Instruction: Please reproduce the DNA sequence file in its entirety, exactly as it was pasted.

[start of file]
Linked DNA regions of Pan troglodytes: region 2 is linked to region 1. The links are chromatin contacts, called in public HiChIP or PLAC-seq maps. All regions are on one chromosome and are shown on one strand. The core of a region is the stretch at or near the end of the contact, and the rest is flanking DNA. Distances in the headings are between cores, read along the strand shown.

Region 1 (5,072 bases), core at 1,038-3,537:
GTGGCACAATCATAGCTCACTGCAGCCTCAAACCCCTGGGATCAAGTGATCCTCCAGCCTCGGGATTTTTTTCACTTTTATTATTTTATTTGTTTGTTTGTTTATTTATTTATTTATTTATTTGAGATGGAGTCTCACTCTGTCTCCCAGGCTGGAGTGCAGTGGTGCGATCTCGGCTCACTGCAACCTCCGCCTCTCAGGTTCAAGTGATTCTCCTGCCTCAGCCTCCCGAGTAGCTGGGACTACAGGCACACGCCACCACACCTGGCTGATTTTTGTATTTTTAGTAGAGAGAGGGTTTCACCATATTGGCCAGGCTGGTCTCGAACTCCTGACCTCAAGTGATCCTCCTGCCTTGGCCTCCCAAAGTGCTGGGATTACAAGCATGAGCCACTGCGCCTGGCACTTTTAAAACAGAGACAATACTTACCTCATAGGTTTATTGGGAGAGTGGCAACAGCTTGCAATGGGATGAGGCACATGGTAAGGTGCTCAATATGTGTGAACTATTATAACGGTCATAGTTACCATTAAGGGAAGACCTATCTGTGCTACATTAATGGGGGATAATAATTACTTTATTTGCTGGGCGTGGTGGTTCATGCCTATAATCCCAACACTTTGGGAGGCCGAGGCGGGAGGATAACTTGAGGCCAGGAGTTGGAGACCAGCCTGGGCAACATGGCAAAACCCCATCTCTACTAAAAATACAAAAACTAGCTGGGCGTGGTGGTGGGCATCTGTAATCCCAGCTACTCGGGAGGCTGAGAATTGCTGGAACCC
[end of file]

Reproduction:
Linked DNA regions of Pan troglodytes: region 2 is linked to region 1. The links are chromatin contacts, called in public HiChIP or PLAC-seq maps. All regions are on one chromosome and are shown on one strand. The core of a region is the stretch at or near the end of the contact, and the rest is flanking DNA. Distances in the headings are between cores, read along the strand shown.

Region 1 (5,072 bases), core at 1,038-3,537:
GTGGCACAATCATAGCTCACTGCAGCCTCAAACCCCTGGGATCAAGTGATCCTCCAGCCTCGGGATTTTTTTCACTTTTATTATTTTATTTGTTTGTTTGTTTATTTATTTATTTATTTATTTGAGATGGAGTCTCACTCTGTCTCCCAGGCTGGAGTGCAGTGGTGCGATCTCGGCTCACTGCAACCTCCGCCTCTCAGGTTCAAGTGATTCTCCTGCCTCAGCCTCCCGAGTAGCTGGGACTACAGGCACACGCCACCACACCTGGCTGATTTTTGTATTTTTAGTAGAGAGAGGGTTTCACCATATTGGCCAGGCTGGTCTCGAACTCCTGACCTCAAGTGATCCTCCTGCCTTGGCCTCCCAAAGTGCTGGGATTACAAGCATGAGCCACTGCGCCTGGCACTTTTAAAACAGAGACAATACTTACCTCATAGGTTTATTGGGAGAGTGGCAACAGCTTGCAATGGGATGAGGCACATGGTAAGGTGCTCAATATGTGTGAACTATTATAACGGTCATAGTTACCATTAAGGGAAGACCTATCTGTGCTACATTAATGGGGGATAATAATTACTTTATTTGCTGGGCGTGGTGGTTCATGCCTATAATCCCAACACTTTGGGAGGCCGAGGCGGGAGGATAACTTGAGGCCAGGAGTTGGAGACCAGCCTGGGCAACATGGCAAAACCCCATCTCTACTAAAAATACAAAAACTAGCTGGGCGTGGTGGTGGGCATCTGTAATCCCAGCTACTCGGGAGGCTGAGAATTGCTGGAACCC